Text: Richard P. Benton, “Poe Manuscripts at Texas,” Poe Studies, June 1976, Vol. IX, No. 1, 9:26-27


[page 26, continued:]

Poe Manuscripts at Texas

Joseph J. Moldenhauer. A Descriptive Catalog of Edgar Allan Poe Manuscripts in the Humanities Research Center Library[,] The University of Texas at Austin. A Texas Quarterly Supplement. Austin: University of Texas Press, 1973. 89 pp. [Bound with the Autumn 1973 number of the Texas Quarterly, 16, No. 3, at the end, and not separately cataloged by the Library of Congress.]

Of the one hundred and seven items listed and described here, ninety-six came with the William H. Koester Poe collection, acquired by the University of Texas at Austin in 1966.

Moldenhauer prefaces his catalogue with “A Retrospective Foreword,” an “Introduction,” and a section on “Organization and Descriptive Procedures” (all preceded by a “Table of Contents” and a “List of Illustrations”) and then groups the Poe material into five categories: (1) “Literary Compositions” (imaginative literature); (2) “Critical Writings”; (3) “Letters” (from Poe to others), (4) “Signed Documents” (receipts, promissory notes, agreements signed by Poe); and (5) “Autograph Matter in Printed Works” (autographs of Poe in books by others which he owned and corrections and additions in Poe’s hand in printed books he authored).

Moldenhauer is scrupulous and detailed in his physical descriptions of Poe materials. His entries appear exact, informative, meaty. The item entered is carefully described in every detail, and a history of it is set forward. The type of document is identified (for instance, tale, poem, essay, letter, and so forth); the title is given; the subject is stated; the recipient, if there is one, is identified; the number of pages — or the number of lines or stanzas if called for — is given; the specific or approximate date of composition is stated; an exact physical description of the document is given — writing medium, size of document, color and condition of paper, placement of the text on the page — Poe’s corrections and revisions or notations are remarked on; and additions to the text which seem non-authorial are noted. If the manuscript is a literary composition or critical writing, it is related to the Poe canon (with the unpublished [column 2:] whole or partial manuscript transcribed in full); the original printing is cited and a history of subsequent printings during Poe’s lifetime is given; and the text is compared with the present definitive form, whether Griswold, Harrison, Campbell, Stovall, Mabbott, or Ostrom, with all variations between the manuscript and that form set forth. Finally, there is a description of associated materials — newspaper dippings, auction catalogues or clippings from auction catalogues, letters and notes of former owners, dealers’ correspondence, and letters between Koester and scholars (with materials of a strictly business nature omitted). Moldenhauer has been painstaking and rigorous in his scholarship.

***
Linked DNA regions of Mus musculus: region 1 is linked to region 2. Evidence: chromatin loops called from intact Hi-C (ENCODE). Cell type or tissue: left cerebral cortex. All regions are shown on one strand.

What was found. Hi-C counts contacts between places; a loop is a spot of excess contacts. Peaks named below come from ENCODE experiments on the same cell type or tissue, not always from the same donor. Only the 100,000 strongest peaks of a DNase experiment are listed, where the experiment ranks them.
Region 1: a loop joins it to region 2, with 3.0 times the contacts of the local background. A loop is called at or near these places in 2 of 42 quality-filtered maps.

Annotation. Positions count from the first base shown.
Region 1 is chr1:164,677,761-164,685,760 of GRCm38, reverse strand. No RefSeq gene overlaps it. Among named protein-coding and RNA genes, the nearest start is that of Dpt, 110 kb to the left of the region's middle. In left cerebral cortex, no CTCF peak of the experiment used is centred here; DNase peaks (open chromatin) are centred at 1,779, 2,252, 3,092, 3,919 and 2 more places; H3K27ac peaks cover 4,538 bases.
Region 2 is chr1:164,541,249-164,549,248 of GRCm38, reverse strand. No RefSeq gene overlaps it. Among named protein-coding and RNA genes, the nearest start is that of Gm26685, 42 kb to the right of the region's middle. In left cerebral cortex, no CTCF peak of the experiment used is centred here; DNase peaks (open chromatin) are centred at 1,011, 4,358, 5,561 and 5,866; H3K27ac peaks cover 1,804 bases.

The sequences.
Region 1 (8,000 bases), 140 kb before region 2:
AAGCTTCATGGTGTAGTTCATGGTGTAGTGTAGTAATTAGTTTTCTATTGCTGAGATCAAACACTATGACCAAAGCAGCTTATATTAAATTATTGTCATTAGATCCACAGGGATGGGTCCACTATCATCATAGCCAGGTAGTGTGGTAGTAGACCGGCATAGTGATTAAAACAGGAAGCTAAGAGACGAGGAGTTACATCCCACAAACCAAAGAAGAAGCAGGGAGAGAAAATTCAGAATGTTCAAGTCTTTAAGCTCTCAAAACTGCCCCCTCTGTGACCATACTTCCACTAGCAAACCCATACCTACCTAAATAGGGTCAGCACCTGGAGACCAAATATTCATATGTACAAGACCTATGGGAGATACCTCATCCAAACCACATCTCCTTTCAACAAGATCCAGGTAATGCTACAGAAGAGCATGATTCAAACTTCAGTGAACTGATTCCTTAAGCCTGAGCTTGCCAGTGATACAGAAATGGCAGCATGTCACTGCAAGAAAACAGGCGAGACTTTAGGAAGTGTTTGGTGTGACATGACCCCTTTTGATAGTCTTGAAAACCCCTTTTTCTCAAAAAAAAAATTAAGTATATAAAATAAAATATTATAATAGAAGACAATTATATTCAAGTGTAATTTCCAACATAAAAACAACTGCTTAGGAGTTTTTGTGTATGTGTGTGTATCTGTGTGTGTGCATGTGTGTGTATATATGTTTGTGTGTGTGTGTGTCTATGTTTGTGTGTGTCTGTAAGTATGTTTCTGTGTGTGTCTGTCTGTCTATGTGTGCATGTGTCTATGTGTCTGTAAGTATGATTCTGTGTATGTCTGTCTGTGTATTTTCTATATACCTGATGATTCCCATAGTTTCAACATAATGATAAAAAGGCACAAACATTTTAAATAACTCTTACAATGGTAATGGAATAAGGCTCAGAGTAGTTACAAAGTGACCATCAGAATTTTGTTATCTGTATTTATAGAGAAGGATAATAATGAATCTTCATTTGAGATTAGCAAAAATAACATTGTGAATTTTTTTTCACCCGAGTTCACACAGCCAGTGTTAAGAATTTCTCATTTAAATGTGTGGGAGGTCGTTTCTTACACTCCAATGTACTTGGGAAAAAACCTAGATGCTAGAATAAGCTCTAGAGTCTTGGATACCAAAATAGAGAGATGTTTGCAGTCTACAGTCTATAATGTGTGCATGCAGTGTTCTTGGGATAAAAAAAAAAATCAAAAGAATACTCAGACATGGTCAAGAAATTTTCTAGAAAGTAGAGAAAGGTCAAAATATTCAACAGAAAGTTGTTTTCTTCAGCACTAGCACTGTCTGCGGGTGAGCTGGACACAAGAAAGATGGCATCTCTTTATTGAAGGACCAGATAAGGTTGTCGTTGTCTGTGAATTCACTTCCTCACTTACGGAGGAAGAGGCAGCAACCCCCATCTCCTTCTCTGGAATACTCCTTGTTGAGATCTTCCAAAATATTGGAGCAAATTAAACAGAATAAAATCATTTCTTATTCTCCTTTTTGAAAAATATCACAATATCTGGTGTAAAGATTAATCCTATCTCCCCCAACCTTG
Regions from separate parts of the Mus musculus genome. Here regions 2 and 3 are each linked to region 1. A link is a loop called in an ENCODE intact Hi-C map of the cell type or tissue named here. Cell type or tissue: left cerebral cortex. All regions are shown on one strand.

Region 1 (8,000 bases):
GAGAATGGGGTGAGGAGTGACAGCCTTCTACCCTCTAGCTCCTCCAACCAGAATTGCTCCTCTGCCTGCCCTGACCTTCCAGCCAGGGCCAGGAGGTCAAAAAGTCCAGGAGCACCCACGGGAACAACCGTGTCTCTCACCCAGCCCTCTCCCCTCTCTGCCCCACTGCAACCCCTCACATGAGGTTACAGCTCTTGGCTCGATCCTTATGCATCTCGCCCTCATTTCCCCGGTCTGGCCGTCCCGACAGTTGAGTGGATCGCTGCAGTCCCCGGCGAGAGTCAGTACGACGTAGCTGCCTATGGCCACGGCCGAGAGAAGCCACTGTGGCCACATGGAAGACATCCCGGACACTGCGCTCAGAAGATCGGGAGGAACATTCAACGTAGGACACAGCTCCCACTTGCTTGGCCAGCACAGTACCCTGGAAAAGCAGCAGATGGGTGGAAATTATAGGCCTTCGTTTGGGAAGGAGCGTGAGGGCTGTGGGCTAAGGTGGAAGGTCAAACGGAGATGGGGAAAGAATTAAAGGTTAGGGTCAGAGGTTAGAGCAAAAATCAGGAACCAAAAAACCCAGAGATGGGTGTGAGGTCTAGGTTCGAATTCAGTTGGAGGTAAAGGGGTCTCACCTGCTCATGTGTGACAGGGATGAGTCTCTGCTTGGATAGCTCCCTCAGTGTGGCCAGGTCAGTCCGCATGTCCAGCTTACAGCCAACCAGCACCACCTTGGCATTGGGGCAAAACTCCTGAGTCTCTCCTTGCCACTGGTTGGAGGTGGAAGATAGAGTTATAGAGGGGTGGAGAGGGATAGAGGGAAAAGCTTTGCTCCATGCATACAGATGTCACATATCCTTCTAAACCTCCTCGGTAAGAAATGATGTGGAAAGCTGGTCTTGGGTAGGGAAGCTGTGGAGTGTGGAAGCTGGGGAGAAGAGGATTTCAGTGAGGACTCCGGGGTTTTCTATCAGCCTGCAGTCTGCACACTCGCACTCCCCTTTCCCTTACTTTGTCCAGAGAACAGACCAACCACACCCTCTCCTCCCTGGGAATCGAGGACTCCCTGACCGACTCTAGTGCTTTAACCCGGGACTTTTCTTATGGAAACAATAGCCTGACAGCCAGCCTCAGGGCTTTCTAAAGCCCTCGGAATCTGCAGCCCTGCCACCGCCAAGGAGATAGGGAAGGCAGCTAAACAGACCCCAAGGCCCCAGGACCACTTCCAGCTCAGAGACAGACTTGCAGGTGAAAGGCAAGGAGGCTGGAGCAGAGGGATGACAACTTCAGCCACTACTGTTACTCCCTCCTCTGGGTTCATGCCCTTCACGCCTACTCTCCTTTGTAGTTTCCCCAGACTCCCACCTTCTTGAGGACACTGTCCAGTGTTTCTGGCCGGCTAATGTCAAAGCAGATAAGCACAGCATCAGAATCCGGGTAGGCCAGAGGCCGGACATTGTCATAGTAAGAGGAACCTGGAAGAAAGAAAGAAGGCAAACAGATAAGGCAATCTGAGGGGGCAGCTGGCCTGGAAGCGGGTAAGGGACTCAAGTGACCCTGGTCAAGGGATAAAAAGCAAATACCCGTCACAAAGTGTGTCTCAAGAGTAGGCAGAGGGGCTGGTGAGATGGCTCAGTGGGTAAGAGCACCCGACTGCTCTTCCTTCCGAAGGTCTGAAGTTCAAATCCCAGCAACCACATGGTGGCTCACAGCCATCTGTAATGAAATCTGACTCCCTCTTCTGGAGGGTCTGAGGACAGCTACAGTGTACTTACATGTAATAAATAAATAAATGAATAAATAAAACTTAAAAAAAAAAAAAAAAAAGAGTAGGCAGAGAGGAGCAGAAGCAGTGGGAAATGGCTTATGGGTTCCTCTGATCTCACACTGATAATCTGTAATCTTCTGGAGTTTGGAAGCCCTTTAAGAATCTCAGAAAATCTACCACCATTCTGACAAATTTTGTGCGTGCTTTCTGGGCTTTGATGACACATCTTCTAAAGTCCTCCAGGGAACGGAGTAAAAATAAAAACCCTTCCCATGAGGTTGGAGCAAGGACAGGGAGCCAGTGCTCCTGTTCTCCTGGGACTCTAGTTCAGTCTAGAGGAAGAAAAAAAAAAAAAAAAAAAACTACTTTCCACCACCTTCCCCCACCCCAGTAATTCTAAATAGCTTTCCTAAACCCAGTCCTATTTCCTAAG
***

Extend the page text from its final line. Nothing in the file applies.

Of the literary compositions (of which there are eight whole or partial versions), the most important manuscript is of Poe’s tale “The Spectacles.” It contains numerous variations, “both substantive and accidental,” as Moldenhauer puts it, from the original printing in The Dollar Newspaper of March 27, 1844, as well as from Griswold’s 1850 text and Harrison’s “Virginia Edition” of 1902, which remains definitive. This manuscript of “The Spectacles” is apparently the one Poe sent to the English poet Richard H. Horne in March of 1844 with a view to possible publication in England.

Other manuscripts in this section (either complete or partial versions) include fifty-four lines of Politian — A Tragedy; “The Coliseum,” which contains numerous variations from Mabbott’s definitive edition of Poems; “Eulalie” (apparently an 1844 COPY once owned by Henry B. Hirst) a valentine verse “To Miss Olivia Hunter”; the final stanza of “The Raven”; “The Domain of Arnheim,” which contains numerous variations, mostly accidental, from the printed text; and an early version of “The Bells,” first collected in J. H. Whitty’s 1911 Complete Poems and contained in Mabbott (pp. 429-433).